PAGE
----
Bar manager Oli Sagerstrom Blom welcomes Imbibe into the Spitalfields bar to sample his latest creation, The Oliver Twist & Shout. No guesses why he picked the name, although, coincidentally, the dastardly Fagin from the novel lived just down the road in Bethnal Green.
|The Oliver Twist & Shout
Garnish: Grated nutmeg, pineapple leaf, cinnamon stick
Method: Combine ingredients, shake and pour over ice. Top up with ginger beer.
*Combine equal parts lemon rind and caster sugar, avoiding the pith. Store somewhere warm for 24 hours.
‘There would have been a limited range of ingredients available in the 1830s and that was my starting point,’ says Sagerstrom Blom. ‘They wouldn’t have had the right stills to make London Dry, so they would’ve used Old Toms or Genever in punches, which are more malty and heavier.’
Blom mixes Four Pillars Rare Dry, which is made with whole Yarraville oranges to up the festive ante, with a Dickens-inspired pineapple rum. The Madeira and oleo saccharum, a traditional base ingredient for punch, provide body and viscosity.
The semi-fermented pineapple syrup imparts a nice tang, while the ginger beer, which is based on barley and infused with lemon and ginger, lends a lovely spiciness,
as do the rum and nutmeg.
Served in a tankard for added Victorian kudos, the punch is well put together with the homemade ingredients and a classic punch structure. It does, however, have a refreshing and strong citrus tone, and as the tankard turns chilly to touch, its suitability for a winter tipple is questioned. The pineapple leaf garnish, meanwhile, has an undoubtedly tropical bent.
‘Lemon juice doesn’t heat well, so I just used the oleo saccharum with the zest,’ he explains. ‘I used a little less gin and a little more Madeira and let the ginger beer do its thing, then I added hot water instead of ice, which provided the same dilution as when it was shaken.’
The new incarnation, garnished simply with a stick of cinnamon, is universally declared to be a winner. ‘Warmed up and in a smaller mug, it acquired a completely different tone with more of the sweet spices coming through,’ says Jacopo Mazzeo, Imbibe’s news editor.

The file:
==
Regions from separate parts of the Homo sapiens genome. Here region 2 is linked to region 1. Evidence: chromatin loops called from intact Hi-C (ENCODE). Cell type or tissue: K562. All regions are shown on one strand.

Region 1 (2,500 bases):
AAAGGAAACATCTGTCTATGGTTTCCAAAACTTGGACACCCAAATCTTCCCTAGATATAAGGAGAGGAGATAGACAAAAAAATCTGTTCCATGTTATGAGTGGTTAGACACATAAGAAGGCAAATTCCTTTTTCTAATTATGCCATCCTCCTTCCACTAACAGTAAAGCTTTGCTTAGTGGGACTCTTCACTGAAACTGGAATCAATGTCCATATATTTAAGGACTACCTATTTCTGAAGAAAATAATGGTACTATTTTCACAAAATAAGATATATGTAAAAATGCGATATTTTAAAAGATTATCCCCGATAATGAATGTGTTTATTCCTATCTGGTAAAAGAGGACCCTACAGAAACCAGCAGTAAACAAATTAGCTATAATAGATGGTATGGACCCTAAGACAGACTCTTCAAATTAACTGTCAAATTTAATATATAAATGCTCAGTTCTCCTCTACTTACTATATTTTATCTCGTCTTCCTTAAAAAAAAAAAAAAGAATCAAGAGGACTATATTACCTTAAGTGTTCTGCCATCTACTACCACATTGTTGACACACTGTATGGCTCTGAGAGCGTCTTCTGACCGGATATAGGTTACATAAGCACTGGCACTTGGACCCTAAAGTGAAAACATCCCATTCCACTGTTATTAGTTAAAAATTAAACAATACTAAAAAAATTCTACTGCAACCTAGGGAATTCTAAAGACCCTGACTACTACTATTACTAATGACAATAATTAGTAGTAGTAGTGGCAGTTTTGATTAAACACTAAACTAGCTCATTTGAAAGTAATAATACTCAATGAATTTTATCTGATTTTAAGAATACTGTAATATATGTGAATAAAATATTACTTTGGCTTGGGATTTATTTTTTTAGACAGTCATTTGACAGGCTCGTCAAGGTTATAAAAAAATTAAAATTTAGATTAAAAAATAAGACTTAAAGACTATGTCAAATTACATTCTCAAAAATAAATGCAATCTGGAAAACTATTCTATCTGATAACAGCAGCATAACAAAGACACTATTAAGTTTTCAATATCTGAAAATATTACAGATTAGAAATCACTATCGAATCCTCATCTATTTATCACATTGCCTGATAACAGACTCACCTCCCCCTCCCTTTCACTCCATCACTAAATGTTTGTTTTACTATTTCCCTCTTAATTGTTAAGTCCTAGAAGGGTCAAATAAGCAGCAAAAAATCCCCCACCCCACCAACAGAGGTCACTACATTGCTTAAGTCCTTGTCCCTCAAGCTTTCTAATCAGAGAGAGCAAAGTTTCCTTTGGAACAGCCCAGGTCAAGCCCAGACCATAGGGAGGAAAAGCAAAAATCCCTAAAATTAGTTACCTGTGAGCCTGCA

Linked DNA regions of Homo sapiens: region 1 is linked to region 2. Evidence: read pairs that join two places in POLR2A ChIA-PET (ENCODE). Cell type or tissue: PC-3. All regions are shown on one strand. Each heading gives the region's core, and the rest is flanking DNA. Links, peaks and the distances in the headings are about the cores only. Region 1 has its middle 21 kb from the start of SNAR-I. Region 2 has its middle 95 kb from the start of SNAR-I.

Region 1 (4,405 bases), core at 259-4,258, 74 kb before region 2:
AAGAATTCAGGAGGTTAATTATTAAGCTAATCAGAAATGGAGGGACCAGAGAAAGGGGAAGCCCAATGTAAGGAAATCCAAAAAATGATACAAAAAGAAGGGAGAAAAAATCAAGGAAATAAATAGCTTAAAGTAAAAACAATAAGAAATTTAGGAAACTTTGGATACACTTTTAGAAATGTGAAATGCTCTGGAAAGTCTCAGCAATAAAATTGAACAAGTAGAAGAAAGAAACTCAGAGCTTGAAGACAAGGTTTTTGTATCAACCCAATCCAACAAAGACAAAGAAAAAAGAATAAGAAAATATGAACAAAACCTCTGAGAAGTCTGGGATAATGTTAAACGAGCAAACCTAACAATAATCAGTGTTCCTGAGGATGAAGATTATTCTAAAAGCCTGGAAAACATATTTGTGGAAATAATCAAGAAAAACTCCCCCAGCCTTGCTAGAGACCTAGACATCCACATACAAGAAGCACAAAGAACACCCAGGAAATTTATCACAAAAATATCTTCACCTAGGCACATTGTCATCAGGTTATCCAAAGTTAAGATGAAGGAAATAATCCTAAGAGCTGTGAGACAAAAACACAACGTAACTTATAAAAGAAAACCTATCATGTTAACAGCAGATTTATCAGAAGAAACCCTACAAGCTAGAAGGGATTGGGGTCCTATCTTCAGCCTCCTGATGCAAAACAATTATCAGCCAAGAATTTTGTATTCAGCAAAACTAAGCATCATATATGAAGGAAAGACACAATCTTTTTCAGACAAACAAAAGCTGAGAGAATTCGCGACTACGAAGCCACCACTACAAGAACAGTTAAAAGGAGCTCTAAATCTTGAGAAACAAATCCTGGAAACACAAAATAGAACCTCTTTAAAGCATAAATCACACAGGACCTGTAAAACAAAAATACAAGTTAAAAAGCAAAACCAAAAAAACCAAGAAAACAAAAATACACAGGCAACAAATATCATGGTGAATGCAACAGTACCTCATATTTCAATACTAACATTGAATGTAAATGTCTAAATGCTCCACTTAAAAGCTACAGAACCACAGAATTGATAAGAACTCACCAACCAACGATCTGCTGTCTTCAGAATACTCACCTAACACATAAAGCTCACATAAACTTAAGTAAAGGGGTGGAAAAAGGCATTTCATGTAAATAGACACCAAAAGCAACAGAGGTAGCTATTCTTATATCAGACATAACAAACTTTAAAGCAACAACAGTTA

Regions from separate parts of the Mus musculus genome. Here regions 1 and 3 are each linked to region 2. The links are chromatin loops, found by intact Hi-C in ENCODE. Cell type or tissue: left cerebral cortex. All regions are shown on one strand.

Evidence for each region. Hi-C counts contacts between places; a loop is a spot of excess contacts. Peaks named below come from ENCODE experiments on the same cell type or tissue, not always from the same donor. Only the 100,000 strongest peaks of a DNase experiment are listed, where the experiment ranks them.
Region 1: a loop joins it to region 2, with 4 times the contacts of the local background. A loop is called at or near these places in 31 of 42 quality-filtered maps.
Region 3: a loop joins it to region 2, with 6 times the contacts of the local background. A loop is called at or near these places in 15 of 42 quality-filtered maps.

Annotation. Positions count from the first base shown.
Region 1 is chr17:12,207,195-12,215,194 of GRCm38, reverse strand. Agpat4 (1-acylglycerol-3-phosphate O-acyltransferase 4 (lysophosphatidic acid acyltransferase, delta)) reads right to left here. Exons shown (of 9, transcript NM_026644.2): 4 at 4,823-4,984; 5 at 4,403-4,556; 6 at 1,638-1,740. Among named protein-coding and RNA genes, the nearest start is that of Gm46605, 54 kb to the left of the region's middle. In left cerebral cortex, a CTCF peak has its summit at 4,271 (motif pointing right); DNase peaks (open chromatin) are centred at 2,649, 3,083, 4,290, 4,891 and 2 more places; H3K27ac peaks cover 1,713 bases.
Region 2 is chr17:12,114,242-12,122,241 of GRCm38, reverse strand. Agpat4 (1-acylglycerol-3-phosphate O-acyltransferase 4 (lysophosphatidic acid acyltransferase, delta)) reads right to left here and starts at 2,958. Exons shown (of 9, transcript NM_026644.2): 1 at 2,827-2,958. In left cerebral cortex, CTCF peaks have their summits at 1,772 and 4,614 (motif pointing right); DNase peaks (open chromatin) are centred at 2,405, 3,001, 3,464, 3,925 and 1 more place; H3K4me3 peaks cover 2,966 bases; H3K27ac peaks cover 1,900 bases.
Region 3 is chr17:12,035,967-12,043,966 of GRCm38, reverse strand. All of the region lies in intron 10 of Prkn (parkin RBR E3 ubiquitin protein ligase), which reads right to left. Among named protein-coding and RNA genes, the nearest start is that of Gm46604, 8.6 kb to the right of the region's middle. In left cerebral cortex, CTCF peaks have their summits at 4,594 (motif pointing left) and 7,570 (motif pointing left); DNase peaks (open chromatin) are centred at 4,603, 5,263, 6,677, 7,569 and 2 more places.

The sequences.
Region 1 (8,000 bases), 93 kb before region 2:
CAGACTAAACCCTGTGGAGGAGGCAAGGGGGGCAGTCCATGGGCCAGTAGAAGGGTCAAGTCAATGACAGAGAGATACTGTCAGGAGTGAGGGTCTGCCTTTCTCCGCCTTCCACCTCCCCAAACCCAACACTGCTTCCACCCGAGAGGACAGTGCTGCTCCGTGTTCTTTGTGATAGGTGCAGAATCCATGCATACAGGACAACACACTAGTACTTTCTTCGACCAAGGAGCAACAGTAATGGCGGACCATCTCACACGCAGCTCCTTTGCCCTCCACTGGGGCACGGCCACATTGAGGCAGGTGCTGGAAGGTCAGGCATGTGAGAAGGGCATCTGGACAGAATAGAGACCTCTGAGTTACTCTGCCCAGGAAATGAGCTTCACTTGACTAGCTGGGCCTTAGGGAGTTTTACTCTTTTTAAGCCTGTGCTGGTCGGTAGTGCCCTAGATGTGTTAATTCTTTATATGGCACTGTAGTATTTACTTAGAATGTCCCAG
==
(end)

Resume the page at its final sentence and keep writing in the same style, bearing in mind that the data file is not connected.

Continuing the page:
Finishing our Winter Punch Challenge at Galvin at Windows on the 28th floor of the London Hilton on Park Lane seems fitting, with views of the city where Dickens spent the majority of his
life laid out before us.
Bartender Norbert Kortyan teamed up with Slingsby Gin for the challenge, naming his drink An Old Curiosity, because it ‘will create wonder and intrigue, and satisfy your curiosity with a delectable combination of flavours and Christmas nostalgia’.
Kortyan tried out a number of festive flavours to pair with the spiciness and citrus notes of the gin. His final drink is a punchy (no pun intended) mix of the gin, fig liqueur, PX and mezcal. These are presented on a slate, alongside a twist of orange peel and quartered fig. Though elegant, the drink is quick and easy to create, making it an ideal addition to the menu of a busy venue like Galvin at Windows.
|An Old Curiosity
Garnish: Orange twist, quartered fig, dusting of icing sugar
Method: Combine ingredients over ice. Stir and strain. Spritz with orange peel.50ml Slingsby London Dry Gin
‘I felt the fig liqueur was the best match for this base. It has a nice, nostalgic Chrismassy feel to it, reminiscent of childhood,’ explains the Transylvanian bartender. ‘The fig liqueur and sherry complement the citrusy Slingsby, but I wanted to balance their sweetness, so I added the smokey mezcal, which provides memories of an open fire.’
Offering aromas of orange oils combined with the richness of fig and a slight chocolate, raisin character, the drink tastes decidedly wintry. It’s a lovely and boozy drink, with dried fruit flavours from the PX and fig, a minerality from the mezcal, and spiciness from the gin. As it warms up, you get more of the caramelised notes.
‘I’m struggling to think of many gins that could go up against mezcal and PX,’ says Foster. ‘That smokiness brought to mind a Victorian fog – it tastes almost like an alcoholic mince pie.’
‘The winter character is addressed well by the presentation and use of the small, stemmed glass, as well as the colour, and the fig and orange flavours,’ agrees Mazzeo.
While everyone agreed the drink fitted the bill from a festive perspective, the team weren’t convinced it qualified as a punch. However, Kortyan explained that the drink could be easily adapted. ‘You could add juices and spices to make a punch, or you could scale up the cocktail, possibly adding prosecco to lengthen it,’ he says. ‘For now, I like it this way, because winter is coming, by the way.’